The waves of protest ignited by the self-immolation of Muhammad Bouazizi in Tunisia in late 2010 highlighted for an international audience the importance of contentious politics in the Middle East and North Africa. John Chalcraft’s ground-breaking account of popular protest emphasizes the revolutionary modern history of the entire region. Challenging top-down views of Middle Eastern politics, he looks at how commoners, subjects and citizens have long mobilised in defiance of authorities. Chalcraft takes examples from a wide variety of protest movements from Morocco to Iran. He forges a new narrative of change over time, creating a truly comparative framework rooted in the dynamics of hegemonic contestation. Beginning with movements under the Ottomans, which challenged corruption and oppression under the banners of religion, justice, rights and custom, this book goes on to discuss the impact of constitutional movements, armed struggles, nationalism and independence, revolution and Islamism. A work of unprecedented range and depth, this volume will be welcomed by undergraduates and graduates studying protest in the region and beyond.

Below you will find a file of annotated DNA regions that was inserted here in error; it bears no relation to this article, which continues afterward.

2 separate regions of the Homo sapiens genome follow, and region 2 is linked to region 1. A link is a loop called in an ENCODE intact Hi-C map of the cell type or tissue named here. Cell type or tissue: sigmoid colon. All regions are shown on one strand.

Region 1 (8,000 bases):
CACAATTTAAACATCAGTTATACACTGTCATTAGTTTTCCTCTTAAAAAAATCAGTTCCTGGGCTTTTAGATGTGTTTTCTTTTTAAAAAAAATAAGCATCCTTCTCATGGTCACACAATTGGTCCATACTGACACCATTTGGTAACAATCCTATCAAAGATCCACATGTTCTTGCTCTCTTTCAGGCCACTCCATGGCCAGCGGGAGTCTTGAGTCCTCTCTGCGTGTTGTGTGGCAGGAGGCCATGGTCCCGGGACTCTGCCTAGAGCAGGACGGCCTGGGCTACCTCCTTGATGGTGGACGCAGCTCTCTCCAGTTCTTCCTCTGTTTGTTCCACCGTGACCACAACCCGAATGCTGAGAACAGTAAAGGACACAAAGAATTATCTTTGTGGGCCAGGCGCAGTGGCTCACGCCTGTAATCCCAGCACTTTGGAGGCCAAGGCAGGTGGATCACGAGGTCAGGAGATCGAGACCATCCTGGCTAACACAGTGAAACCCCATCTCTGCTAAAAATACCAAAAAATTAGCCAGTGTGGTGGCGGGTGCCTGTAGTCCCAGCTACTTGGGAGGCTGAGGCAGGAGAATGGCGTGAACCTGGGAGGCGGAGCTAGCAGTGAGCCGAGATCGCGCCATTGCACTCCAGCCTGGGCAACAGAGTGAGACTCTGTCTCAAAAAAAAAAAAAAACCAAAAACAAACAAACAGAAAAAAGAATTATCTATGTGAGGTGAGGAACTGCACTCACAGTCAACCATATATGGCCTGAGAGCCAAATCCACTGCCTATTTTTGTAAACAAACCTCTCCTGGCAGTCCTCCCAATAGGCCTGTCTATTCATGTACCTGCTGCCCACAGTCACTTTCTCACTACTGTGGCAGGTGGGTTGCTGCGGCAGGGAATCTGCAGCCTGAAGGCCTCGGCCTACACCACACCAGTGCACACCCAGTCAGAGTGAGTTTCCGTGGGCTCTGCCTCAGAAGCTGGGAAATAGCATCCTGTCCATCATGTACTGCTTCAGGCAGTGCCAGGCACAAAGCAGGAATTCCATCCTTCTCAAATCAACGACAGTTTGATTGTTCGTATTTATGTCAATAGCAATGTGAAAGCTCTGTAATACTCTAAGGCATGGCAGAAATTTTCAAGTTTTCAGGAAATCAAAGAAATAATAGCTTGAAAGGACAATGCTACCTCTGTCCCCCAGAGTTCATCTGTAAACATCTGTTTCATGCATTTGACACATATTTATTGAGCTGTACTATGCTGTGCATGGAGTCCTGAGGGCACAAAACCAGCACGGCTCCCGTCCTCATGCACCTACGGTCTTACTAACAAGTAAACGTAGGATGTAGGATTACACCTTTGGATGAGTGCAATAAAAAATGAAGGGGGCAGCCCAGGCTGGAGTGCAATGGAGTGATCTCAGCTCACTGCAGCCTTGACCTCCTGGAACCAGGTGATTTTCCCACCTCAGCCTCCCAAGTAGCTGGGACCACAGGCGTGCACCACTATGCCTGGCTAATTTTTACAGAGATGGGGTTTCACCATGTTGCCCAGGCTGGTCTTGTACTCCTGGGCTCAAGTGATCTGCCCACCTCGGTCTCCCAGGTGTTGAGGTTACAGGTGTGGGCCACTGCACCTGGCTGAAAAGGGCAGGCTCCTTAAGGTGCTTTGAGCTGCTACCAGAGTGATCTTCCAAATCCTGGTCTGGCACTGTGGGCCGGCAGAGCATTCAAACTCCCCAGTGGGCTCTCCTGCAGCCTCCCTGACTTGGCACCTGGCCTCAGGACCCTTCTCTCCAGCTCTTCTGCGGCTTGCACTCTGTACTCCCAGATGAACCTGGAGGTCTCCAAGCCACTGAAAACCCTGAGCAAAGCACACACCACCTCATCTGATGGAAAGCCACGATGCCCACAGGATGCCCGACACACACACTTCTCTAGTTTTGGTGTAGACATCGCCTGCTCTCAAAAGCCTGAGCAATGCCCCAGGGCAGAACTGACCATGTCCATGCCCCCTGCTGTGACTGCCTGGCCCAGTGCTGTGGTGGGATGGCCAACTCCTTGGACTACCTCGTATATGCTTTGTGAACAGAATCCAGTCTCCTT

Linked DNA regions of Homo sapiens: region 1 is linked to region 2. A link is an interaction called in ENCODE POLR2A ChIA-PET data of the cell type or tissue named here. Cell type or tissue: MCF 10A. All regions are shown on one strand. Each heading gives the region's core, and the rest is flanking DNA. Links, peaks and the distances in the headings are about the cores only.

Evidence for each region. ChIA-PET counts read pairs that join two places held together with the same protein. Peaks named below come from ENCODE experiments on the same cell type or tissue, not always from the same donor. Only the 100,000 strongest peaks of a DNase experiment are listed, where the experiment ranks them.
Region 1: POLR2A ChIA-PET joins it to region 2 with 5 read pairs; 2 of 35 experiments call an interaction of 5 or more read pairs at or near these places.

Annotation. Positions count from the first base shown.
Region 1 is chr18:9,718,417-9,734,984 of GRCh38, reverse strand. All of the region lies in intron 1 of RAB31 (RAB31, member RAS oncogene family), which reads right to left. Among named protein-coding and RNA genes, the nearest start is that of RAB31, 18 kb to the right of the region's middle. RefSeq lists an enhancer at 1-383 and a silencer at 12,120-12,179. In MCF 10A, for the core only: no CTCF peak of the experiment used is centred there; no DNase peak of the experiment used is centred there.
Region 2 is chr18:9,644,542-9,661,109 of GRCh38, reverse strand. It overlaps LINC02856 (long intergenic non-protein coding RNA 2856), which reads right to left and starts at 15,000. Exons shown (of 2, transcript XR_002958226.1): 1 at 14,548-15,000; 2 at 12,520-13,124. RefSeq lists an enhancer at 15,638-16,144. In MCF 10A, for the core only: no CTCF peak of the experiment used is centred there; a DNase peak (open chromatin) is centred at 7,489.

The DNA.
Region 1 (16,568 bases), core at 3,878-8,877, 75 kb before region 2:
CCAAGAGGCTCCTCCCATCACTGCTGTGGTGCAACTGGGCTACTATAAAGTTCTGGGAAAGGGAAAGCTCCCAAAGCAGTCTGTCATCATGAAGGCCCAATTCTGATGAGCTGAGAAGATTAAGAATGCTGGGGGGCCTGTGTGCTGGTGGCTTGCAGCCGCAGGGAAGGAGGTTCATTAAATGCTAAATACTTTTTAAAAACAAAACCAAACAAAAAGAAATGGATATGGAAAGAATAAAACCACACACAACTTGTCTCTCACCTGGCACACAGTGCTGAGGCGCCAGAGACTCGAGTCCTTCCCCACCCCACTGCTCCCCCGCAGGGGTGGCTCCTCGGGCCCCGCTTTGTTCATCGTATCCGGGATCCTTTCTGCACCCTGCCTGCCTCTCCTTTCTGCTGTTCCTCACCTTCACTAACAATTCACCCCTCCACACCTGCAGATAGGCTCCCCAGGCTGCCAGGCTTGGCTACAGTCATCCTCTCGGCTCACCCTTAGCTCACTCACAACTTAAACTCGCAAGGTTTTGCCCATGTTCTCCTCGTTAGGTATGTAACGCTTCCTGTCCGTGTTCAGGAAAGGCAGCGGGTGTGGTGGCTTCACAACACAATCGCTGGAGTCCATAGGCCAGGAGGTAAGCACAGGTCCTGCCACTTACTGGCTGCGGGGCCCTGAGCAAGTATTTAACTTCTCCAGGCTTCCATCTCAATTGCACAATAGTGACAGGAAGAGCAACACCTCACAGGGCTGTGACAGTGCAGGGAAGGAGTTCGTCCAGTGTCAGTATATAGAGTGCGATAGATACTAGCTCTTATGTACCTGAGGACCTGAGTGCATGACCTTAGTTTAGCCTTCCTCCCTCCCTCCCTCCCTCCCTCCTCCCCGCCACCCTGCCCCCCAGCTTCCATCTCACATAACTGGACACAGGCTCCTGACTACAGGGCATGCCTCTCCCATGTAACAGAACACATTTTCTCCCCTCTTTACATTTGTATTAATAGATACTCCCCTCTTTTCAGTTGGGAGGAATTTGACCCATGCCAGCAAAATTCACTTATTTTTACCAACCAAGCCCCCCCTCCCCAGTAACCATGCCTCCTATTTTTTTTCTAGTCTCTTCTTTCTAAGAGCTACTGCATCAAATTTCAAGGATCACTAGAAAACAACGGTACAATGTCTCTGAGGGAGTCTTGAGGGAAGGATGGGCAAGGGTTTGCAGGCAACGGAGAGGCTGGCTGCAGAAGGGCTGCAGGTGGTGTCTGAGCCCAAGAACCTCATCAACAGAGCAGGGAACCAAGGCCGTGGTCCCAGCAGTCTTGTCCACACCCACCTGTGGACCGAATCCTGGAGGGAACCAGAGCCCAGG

- Surveys protest movements from Morocco to Iran, from the eighteenth century to the present
- Based on an original conceptual framework that challenges both socioeconomic determinism and power-lite theories of contentious politics
- Challenges top-down views of politics in the modern Middle East, giving a narrative of overall transformation that includes popular politics
In November, the University of Chicago Press released “Islamic State: Rewriting History” by Michael Griffin (journalist). The publisher’s description follows:
When the attacks of September 11 sent Westerners in search of reliable information about Al Qaida, Michael Griffin was there: his book Reaping the Whirlwind quickly became the go-to resource for the media, political figures, and ordinary citizens alike.